Sequencing cucumber (Cucumis sativus L.) chloroplast genomes identifies differences between chilling-tolerant and -susceptible cucumber lines

Sang-Min Chung, Vanessa S Gordon, Jack E Staub
Genome Génome / Conseil National de Recherches Canada 2007, 50 (2): 215-25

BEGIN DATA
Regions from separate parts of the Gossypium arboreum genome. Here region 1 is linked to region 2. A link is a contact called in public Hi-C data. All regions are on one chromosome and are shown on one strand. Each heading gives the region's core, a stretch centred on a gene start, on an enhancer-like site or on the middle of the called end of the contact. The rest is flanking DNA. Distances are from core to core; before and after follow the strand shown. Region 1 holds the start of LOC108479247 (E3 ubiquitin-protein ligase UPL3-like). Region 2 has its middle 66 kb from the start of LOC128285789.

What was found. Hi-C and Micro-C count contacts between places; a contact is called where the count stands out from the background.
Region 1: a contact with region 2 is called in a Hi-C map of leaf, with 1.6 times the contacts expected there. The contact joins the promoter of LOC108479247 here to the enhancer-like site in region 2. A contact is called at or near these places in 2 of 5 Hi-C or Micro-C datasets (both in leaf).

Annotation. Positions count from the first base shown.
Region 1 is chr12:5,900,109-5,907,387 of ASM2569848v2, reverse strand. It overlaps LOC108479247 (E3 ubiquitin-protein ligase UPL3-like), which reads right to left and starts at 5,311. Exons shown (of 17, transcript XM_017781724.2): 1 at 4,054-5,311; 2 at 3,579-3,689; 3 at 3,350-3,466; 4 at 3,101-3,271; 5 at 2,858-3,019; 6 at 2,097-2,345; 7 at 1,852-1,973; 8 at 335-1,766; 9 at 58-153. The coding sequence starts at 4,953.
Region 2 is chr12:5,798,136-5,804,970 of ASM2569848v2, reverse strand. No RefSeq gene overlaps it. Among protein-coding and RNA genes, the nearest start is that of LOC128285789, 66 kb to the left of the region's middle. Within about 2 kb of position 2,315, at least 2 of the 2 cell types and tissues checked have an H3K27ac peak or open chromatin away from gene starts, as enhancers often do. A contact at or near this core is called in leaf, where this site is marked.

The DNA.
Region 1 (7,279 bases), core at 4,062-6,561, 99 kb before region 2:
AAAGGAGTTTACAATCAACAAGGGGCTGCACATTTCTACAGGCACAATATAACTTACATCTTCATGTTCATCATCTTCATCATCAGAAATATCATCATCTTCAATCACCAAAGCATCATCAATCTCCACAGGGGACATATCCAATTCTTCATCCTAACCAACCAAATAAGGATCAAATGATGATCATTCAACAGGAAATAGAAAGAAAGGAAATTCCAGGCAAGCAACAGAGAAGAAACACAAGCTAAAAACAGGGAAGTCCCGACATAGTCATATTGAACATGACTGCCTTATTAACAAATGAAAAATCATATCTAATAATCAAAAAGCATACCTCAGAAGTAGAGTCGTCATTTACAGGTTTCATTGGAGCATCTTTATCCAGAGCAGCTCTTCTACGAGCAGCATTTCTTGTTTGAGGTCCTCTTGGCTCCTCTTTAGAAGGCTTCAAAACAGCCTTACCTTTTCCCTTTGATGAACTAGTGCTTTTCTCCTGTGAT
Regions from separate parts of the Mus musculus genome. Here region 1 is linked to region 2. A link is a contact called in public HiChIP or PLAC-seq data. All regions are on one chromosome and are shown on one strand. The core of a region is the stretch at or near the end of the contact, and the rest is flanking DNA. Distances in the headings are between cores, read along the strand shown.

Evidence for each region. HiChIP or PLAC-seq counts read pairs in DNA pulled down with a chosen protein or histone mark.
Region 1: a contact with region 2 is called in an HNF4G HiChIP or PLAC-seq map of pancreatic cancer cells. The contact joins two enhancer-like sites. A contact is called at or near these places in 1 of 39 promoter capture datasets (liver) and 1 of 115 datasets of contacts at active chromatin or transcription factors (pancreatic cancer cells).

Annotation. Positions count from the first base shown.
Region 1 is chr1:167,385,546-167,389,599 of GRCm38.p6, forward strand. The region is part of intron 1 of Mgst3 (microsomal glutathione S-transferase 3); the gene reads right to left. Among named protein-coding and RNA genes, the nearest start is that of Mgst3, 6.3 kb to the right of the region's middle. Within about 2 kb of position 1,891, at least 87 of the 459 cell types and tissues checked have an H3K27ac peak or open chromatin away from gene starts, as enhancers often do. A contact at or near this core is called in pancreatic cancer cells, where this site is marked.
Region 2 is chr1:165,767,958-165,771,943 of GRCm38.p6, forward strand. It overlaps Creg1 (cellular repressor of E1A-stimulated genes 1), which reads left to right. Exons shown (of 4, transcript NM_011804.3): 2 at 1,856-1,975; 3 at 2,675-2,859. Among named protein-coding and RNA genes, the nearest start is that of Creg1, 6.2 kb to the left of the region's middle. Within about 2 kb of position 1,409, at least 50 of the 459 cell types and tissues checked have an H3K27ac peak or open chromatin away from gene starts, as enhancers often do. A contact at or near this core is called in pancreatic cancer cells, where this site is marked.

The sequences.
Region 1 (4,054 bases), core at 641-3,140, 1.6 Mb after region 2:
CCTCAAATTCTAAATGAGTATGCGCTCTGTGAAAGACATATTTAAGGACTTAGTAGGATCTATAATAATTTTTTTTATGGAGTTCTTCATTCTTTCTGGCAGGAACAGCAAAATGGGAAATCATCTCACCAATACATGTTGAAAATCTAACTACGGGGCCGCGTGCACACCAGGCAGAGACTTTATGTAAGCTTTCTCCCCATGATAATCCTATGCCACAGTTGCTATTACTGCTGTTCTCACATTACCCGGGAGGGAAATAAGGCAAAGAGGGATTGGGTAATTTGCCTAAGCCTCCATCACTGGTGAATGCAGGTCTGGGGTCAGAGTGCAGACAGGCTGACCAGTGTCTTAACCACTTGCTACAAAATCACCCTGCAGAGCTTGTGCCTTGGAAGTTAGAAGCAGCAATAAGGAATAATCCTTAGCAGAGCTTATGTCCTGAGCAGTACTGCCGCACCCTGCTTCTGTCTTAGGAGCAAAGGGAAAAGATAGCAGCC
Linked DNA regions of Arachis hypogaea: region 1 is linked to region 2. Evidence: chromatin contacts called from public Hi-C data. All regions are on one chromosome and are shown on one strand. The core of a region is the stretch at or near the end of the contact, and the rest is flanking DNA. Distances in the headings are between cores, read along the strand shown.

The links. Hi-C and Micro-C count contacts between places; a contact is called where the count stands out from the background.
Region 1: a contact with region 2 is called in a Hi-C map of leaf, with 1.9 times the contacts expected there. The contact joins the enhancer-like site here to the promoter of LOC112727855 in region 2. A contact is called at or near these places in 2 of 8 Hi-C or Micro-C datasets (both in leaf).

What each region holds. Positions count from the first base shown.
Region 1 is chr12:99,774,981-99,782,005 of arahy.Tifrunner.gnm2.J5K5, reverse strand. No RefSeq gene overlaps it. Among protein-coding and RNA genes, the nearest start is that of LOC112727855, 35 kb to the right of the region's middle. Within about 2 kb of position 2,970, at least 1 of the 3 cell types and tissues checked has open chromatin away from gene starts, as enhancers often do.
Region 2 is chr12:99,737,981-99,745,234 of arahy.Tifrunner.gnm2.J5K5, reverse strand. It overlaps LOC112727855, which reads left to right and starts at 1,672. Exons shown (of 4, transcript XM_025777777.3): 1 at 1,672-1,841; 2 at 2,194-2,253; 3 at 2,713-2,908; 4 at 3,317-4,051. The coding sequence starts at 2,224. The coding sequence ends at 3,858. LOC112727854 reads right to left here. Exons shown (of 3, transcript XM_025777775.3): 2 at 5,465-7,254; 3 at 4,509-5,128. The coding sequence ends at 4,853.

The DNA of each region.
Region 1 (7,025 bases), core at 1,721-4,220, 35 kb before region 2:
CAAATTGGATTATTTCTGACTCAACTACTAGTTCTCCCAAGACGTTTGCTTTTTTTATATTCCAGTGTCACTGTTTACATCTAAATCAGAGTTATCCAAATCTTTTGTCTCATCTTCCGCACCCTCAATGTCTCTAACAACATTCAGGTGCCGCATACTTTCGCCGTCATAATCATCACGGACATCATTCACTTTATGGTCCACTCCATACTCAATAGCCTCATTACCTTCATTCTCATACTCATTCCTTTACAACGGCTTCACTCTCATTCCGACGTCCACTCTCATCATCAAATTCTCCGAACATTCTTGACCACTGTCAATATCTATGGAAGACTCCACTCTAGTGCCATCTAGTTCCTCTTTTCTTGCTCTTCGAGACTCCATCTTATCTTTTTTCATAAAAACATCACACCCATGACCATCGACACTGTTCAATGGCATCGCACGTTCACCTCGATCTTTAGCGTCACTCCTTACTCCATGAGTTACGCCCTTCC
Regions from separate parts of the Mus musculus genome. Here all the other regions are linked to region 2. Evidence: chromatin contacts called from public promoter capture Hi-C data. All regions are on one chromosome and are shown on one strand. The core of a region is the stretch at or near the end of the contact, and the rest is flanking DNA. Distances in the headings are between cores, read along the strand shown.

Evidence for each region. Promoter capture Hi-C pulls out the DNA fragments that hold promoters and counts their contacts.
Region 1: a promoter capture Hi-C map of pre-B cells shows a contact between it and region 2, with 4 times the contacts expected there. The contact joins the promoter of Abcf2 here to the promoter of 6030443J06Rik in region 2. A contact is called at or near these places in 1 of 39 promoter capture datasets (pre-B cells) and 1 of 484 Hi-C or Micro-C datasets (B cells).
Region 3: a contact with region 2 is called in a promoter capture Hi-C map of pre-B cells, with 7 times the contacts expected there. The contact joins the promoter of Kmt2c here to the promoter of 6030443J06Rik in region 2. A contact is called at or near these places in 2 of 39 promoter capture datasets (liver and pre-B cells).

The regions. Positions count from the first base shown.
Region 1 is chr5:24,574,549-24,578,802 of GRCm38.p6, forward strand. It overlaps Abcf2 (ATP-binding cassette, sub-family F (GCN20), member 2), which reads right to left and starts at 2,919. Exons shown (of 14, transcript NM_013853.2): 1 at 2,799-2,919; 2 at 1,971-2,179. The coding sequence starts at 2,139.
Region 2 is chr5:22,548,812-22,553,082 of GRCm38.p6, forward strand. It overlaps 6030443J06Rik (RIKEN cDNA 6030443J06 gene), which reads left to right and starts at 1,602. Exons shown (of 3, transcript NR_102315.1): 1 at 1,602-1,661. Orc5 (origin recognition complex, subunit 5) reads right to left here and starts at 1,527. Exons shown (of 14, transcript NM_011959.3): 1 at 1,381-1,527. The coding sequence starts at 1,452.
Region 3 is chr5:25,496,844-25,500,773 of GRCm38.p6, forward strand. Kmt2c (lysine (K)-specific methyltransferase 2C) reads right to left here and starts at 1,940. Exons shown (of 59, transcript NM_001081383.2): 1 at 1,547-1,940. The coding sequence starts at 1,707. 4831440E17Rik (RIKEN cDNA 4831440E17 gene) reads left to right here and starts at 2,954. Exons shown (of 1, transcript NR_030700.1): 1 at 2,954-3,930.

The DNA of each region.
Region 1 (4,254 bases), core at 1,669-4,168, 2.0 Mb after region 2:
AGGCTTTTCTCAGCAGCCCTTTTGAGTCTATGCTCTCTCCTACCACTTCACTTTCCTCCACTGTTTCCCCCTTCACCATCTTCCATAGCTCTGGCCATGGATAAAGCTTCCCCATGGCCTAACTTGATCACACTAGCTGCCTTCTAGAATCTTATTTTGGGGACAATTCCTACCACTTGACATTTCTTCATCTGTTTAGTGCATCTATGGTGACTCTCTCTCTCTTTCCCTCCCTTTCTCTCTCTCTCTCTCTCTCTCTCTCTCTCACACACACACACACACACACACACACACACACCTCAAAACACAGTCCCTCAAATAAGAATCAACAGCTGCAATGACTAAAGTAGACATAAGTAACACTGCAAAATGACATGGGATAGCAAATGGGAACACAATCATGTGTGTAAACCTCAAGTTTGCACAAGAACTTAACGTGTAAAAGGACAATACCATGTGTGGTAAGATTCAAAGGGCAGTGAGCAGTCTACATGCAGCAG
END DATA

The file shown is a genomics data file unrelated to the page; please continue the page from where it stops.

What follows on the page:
Chilling injury in cucumber (Cucumis sativus L.) is conditioned by maternal factors, and the sequencing of its chloroplast genome could lead to the identification of economically important candidate genes. Complete sequencing of cucumber chloroplast (cp)DNA was facilitated by the development of 414 consensus chloroplast sequencing primers (CCSPs) from conserved cpDNA sequences of Arabidopsis (Arabidopsis thaliana L.), spinach (Spinacia oleracea L.), and tobacco (Nicotiana tabacum L.) cpDNAs, using degenerative primer technologies. Genomic sequence analysis led to the construction of 301 CCSPs and 72 cucumber chloroplast-specific sequencing primers (CSSPs), which were used for the complete sequencing of cpDNA of Gy14 (155 525 bp) and 'Chipper' (155 524 bp) cucumber lines, which are, respectively, susceptible and tolerant to chilling injury (4 degrees C for 5.5 h) in the first leaf stage. Comparative cpDNA sequence analyses revealed that 1 sequence span (located between genes trnK and rps16) and 2 nucleotides (located in genes atpB and ycf1) differed between chilling-susceptible and -tolerant lines. These sequence differences correspond to previously reported maternally inherited differences in chilling response between reciprocal F1 progeny derived from these lines. Sequence differences at these 3 cpDNA sites were also detected in a genetically diverse array of cucumber germplasm with different chilling responses. These and previously reported results suggest that 1 or several of these sequences could be responsible for the observed response to chilling injury in cucumber. The comprehensive sequencing of cpDNA of cucumber by CCSPs and CSSPs indicates that these primers have immediate applications in the analysis of cpDNAs from other dicotyledonous species and the investigation of evolutionary relationships.

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